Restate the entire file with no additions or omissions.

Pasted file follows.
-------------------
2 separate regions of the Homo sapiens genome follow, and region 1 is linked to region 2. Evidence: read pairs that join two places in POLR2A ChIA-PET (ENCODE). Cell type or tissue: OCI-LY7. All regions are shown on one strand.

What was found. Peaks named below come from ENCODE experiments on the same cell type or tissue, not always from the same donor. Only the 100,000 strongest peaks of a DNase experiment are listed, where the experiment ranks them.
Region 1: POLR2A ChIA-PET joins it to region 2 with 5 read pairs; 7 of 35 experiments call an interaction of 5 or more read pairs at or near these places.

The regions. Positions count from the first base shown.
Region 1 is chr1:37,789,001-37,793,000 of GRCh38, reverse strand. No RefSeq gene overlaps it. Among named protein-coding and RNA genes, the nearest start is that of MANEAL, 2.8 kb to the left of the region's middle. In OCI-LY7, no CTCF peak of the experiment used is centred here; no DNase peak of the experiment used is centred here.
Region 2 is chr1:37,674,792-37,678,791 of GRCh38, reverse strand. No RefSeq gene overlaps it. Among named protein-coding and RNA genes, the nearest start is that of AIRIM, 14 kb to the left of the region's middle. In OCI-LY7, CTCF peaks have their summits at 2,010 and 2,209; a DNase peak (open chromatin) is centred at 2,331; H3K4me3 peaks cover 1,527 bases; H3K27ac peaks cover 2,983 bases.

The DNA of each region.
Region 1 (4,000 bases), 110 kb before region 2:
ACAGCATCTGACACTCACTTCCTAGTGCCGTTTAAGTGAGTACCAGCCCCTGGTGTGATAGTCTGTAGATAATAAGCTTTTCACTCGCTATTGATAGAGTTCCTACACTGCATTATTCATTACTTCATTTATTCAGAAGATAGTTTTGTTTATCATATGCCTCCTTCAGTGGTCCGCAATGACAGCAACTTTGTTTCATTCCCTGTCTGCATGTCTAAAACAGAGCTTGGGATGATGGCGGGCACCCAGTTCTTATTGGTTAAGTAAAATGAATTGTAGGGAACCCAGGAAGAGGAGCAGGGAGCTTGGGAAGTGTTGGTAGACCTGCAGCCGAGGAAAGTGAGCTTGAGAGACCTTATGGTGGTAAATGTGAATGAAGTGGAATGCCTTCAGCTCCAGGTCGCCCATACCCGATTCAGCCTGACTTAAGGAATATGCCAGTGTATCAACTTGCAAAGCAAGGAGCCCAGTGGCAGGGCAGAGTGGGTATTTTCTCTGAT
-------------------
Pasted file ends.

2 separate regions of the Homo sapiens genome follow, and region 1 is linked to region 2. Evidence: read pairs that join two places in POLR2A ChIA-PET (ENCODE). Cell type or tissue: OCI-LY7. All regions are shown on one strand.

What was found. Peaks named below come from ENCODE experiments on the same cell type or tissue, not always from the same donor. Only the 100,000 strongest peaks of a DNase experiment are listed, where the experiment ranks them.
Region 1: POLR2A ChIA-PET joins it to region 2 with 5 read pairs; 7 of 35 experiments call an interaction of 5 or more read pairs at or near these places.

The regions. Positions count from the first base shown.
Region 1 is chr1:37,789,001-37,793,000 of GRCh38, reverse strand. No RefSeq gene overlaps it. Among named protein-coding and RNA genes, the nearest start is that of MANEAL, 2.8 kb to the left of the region's middle. In OCI-LY7, no CTCF peak of the experiment used is centred here; no DNase peak of the experiment used is centred here.
Region 2 is chr1:37,674,792-37,678,791 of GRCh38, reverse strand. No RefSeq gene overlaps it. Among named protein-coding and RNA genes, the nearest start is that of AIRIM, 14 kb to the left of the region's middle. In OCI-LY7, CTCF peaks have their summits at 2,010 and 2,209; a DNase peak (open chromatin) is centred at 2,331; H3K4me3 peaks cover 1,527 bases; H3K27ac peaks cover 2,983 bases.

The DNA of each region.
Region 1 (4,000 bases), 110 kb before region 2:
ACAGCATCTGACACTCACTTCCTAGTGCCGTTTAAGTGAGTACCAGCCCCTGGTGTGATAGTCTGTAGATAATAAGCTTTTCACTCGCTATTGATAGAGTTCCTACACTGCATTATTCATTACTTCATTTATTCAGAAGATAGTTTTGTTTATCATATGCCTCCTTCAGTGGTCCGCAATGACAGCAACTTTGTTTCATTCCCTGTCTGCATGTCTAAAACAGAGCTTGGGATGATGGCGGGCACCCAGTTCTTATTGGTTAAGTAAAATGAATTGTAGGGAACCCAGGAAGAGGAGCAGGGAGCTTGGGAAGTGTTGGTAGACCTGCAGCCGAGGAAAGTGAGCTTGAGAGACCTTATGGTGGTAAATGTGAATGAAGTGGAATGCCTTCAGCTCCAGGTCGCCCATACCCGATTCAGCCTGACTTAAGGAATATGCCAGTGTATCAACTTGCAAAGCAAGGAGCCCAGTGGCAGGGCAGAGTGGGTATTTTCTCTGAT